“A bored and sheltered princess escapes her guardians and falls in love with an American newsman in Rome.”
Director: William Wyler
Writers: Dalton Trumbo, Ian McLellan Hunter, John Dighton
Staring: Gregory Peck, Audrey Hepburn, Eddie Albert
Release Date: September 2, 1953
Roman Holiday is a simple story with an emphatic impact. Audrey Hepburn, in her first major motion picture, plays Ann, the young princess of an unnamed land. She is on a political public relations trip and her patience is getting test with the rigorous routine and schedule. While in Rome, Ann escapes her temporary residence and finds herself wandering the streets among the common folk. Fatefully she meets Joe Bradley (Gregory Peck), a down on his luck American reporter who is happy to land himself a true front-page story. Bradley shows Ann around town and a beautiful connection is created.
Let’s skip right to the end. Sorry, I do not feel bad for spoiling a movie that came out in 1953. Roman Holiday is a very good movie in its own right, but the final moments levitate it to grand. Joe Bradley and Princess Ann do not end up with one another, and that is the proper way to end it. The entire escapade plays out like a dream to both parties, and in the end, there is a perfect dose of reality. While the memories that Bradley and Ann created with one another seem fantastical, they are indeed real. The subtle eye contact they share at Ann’s press conference is endearing, and when photographer Irving Radovich (Eddie Albert) hands Ann the photos of their adventures together, it will force even the scroogiest grouch to smile.
The lessons that a short-lived love can teach are numerous, and we see growth in both Bradley and Ann when they finally do go their separate ways. Joe Bradley doesn’t write a sure-fire front page story and instead makes the decision to keep his experiences with Ann away from the public eye. He doesn’t take the money that is being touted in front of him. Ann returns to her residence and faces the ire of her advisors, but she does so standing her own ground. She makes sure to point out that she understands her role as the princess, for she returned from her open plains dream to her caged nightmare. The difference now is that her political prison now has a window; there is a light that she can look at and remember the fond memories of her first ever day and night on the town.
Audrey Hepburn is an angel in Roman Holiday. She should have a statue made of her and placed outside with all the Renascence artwork. Hepburn’s portrayal of Princess Ann was her first ever major motion picture role, and it is her only Academy Award. she was nominated five times, but this is her only victory. She was awarded the Jean Hersholt Humanitarian Award in 1993, in case you need a trivia fact.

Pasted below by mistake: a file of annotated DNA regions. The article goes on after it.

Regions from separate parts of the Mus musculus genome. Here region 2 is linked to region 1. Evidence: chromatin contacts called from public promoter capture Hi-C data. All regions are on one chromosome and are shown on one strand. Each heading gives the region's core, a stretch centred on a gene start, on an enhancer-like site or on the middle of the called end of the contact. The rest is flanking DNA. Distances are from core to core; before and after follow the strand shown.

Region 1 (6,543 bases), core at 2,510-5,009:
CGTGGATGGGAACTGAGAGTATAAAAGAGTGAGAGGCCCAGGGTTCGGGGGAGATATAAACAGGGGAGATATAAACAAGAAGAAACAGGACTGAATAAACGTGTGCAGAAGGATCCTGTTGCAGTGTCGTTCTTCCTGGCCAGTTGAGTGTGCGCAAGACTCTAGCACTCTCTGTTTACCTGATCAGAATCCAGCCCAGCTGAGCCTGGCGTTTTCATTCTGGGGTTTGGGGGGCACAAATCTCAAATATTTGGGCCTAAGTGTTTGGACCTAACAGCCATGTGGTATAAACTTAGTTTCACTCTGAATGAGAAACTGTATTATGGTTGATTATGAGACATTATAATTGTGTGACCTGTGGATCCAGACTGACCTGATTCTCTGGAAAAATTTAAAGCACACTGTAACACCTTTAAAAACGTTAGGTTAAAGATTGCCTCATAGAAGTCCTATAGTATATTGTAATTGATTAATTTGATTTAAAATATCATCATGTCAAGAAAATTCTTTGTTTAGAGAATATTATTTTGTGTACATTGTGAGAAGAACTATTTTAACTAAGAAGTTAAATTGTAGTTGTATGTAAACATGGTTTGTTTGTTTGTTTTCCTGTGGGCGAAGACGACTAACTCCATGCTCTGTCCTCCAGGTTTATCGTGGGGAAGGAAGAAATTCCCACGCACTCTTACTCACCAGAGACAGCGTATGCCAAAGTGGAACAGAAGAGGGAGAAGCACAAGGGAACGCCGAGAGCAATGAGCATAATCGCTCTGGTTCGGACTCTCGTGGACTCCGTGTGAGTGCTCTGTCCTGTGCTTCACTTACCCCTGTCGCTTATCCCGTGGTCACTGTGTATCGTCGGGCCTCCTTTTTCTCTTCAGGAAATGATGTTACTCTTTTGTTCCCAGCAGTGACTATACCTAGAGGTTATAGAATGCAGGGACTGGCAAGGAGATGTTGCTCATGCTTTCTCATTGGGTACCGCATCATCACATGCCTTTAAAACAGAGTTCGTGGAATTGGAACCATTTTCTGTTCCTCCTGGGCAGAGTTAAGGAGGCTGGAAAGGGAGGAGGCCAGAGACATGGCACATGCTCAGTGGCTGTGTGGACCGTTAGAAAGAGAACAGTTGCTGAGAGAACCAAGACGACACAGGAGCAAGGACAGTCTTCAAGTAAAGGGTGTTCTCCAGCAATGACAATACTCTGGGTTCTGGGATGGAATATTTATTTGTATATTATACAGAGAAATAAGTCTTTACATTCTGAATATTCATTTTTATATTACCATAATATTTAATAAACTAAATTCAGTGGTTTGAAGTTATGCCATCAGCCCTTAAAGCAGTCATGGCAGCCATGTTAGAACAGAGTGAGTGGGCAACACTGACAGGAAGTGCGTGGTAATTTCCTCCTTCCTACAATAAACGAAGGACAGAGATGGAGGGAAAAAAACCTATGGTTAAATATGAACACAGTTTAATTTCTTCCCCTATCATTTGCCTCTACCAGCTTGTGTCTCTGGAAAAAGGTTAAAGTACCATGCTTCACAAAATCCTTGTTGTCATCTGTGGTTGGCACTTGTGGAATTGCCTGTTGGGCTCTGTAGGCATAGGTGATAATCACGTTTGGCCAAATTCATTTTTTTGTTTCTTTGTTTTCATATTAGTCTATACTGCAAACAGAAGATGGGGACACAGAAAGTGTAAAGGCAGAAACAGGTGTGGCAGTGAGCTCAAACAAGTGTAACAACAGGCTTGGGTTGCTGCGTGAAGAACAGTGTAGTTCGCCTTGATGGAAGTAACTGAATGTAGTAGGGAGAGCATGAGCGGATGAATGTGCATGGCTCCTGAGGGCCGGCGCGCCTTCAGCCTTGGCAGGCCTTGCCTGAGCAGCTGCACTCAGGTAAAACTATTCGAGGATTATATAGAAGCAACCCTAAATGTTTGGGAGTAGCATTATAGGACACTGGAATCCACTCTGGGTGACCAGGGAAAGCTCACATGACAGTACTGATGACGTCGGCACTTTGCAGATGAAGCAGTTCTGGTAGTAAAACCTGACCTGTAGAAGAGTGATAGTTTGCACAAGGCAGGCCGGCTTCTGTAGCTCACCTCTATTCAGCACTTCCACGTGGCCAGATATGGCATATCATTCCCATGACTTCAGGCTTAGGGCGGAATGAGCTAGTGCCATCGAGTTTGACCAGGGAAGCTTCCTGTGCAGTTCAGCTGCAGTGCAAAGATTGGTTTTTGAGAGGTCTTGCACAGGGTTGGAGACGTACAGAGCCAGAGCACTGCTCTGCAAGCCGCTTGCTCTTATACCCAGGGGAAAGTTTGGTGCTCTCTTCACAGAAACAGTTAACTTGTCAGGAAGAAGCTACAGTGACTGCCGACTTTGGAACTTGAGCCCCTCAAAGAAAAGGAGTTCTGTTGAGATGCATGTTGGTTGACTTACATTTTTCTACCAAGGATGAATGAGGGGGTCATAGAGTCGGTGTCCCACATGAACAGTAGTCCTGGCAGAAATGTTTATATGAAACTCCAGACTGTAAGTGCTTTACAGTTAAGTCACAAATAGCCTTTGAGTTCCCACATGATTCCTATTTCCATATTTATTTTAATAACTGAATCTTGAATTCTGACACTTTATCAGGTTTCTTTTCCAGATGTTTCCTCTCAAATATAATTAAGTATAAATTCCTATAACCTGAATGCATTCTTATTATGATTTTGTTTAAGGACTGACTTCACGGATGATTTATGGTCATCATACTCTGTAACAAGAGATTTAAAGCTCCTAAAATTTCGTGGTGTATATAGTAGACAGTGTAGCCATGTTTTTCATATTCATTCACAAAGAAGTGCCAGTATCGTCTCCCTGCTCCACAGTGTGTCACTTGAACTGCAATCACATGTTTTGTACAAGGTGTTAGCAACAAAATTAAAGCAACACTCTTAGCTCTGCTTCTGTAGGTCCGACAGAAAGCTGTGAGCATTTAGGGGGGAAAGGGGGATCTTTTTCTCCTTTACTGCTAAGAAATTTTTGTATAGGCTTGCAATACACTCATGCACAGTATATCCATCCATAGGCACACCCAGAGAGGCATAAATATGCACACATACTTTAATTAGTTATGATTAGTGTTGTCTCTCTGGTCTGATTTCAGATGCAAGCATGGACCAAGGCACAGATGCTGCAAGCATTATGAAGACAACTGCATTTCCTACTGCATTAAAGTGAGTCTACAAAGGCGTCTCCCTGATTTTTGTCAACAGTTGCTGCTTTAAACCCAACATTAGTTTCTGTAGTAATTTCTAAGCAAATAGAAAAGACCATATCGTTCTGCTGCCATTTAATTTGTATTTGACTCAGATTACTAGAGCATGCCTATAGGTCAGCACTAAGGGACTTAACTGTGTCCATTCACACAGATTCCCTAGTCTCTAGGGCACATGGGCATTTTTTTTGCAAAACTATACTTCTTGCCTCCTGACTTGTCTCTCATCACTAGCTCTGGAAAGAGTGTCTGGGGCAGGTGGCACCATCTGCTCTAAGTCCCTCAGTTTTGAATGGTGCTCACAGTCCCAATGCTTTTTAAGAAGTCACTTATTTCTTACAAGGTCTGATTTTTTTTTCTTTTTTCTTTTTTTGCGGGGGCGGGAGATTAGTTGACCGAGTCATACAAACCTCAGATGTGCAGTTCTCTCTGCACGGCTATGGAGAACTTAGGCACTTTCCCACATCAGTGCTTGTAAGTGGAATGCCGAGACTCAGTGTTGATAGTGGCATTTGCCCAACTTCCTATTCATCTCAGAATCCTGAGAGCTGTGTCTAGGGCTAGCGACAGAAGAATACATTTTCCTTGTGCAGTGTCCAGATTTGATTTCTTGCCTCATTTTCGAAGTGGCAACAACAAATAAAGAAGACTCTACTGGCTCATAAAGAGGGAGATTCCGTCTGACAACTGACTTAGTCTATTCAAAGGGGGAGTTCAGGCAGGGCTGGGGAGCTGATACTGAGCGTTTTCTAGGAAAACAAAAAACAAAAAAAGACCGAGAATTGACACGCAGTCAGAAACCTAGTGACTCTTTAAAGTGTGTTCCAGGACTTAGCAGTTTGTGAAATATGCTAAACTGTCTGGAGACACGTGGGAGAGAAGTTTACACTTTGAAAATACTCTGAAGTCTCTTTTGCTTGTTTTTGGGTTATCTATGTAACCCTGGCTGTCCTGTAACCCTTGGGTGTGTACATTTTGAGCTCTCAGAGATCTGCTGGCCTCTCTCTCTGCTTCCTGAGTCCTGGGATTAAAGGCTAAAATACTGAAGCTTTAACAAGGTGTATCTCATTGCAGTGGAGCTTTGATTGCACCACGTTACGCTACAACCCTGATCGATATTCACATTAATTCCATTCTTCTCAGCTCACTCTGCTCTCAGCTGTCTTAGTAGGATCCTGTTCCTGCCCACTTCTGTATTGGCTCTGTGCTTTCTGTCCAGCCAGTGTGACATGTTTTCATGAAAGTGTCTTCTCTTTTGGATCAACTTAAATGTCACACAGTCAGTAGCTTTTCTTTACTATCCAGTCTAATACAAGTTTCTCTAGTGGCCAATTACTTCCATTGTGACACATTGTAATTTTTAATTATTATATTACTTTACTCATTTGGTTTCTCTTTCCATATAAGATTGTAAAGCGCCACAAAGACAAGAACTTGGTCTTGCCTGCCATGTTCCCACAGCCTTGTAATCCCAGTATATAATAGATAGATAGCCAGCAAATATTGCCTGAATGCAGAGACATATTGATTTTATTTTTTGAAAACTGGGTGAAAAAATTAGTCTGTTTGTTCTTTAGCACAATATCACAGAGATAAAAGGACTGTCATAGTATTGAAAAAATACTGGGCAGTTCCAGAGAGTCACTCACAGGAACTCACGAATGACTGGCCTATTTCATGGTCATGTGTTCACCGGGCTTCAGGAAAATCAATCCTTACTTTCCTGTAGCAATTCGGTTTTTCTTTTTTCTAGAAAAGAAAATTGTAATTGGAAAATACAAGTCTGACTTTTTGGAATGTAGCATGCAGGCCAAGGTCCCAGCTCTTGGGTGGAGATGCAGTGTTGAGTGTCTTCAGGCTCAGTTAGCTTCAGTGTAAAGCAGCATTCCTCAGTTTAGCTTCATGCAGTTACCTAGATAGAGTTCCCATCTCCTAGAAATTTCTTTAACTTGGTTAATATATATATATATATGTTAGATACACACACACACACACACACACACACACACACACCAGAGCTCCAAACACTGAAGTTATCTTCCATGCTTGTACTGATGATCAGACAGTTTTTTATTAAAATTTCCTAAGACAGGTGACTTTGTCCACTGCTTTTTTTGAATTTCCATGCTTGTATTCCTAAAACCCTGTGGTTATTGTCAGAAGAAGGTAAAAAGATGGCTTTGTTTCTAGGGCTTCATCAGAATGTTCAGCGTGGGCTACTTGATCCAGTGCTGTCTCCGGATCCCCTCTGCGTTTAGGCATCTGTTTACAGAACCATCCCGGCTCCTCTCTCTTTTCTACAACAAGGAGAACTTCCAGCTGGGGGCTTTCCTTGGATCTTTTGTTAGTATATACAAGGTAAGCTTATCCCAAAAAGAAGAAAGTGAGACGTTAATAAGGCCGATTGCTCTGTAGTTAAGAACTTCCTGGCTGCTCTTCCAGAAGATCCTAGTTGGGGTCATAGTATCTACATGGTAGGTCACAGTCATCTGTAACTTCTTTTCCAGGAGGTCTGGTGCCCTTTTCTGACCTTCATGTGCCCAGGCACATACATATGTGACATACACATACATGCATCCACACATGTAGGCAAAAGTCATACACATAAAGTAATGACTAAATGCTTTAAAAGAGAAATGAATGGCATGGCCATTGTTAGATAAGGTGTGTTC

This is a quick side not here. I have only seen two Audrey Hepburn movies. Roman Holiday and Charade (1963). I need to change this as soon as possible.
Now Hepburn can’t do it all on her own. Gregory Peck is more than happy to do his part in Roman Holiday, but he is even more ecstatic to let Hepburn cook. According to IMDB, Peck informed the producers of the movie that Hepburn was going to win the Oscar and that she should be the one to receive top billing. The producers and studio agreed to put Hepburn on the poster, and she did indeed win the Oscar.
Also, who about this for Peck. Before filming Roman Holiday he had just broken up with his first wife. Going through is not fun for anyone. While filming in Italy, Peck met someone by the name of Veronique Passani. They would later marry and stay together for the rest of his life. Talk about serendipity!
Going into Roman Holiday, I had associated Peck as a more hard-nosed serious character portrayer. I personally associate him with The Omen (1976), but here Peck shattered my expectations and lived up to the dashing charmer he needed to be.
Looking at the IMDB for Roman Holiday, I was educated to the fact that there was once an Academy Award for Best Writing in a Motion Picture Story. Not best screenplay, Original or Adapted, but just Best Story. Roman Holiday won for that and also for Costume Design for a Black & White film. The only reason that Roman Holiday was made in Black & White was because the production studio gave director William Wyler less money because he demanded that it be shot on scene in Italy. Guess what, Wyler was absolutely right. If you want to appreciate the costume design more, look at the colored renditions of the film’s stills. Just gorgeous.
Roman Holiday vaults up the ranks as one of my favorite romantic movies of all time. Audrey Hepburn (still can’t believe that this is her first major role) absorbs everything around her. It is impossible to not be pulled into her vortex of innocence, beauty, and childish bliss. Roman Holiday was the winner of three Academy Awards but its lasting impact is more than any trophy can measure. This movie is a testament to how love and happiness at its simplest can also be its most beautiful form.
STANKO RATING: A (4.5/5 Stars)
P.S. My New Year resolution for 2022 is to watch at least one Oscar nominated (or contending for current award season) movie a week. Roman Holiday was the start of that for me, of what a hell of a way to kick it off.
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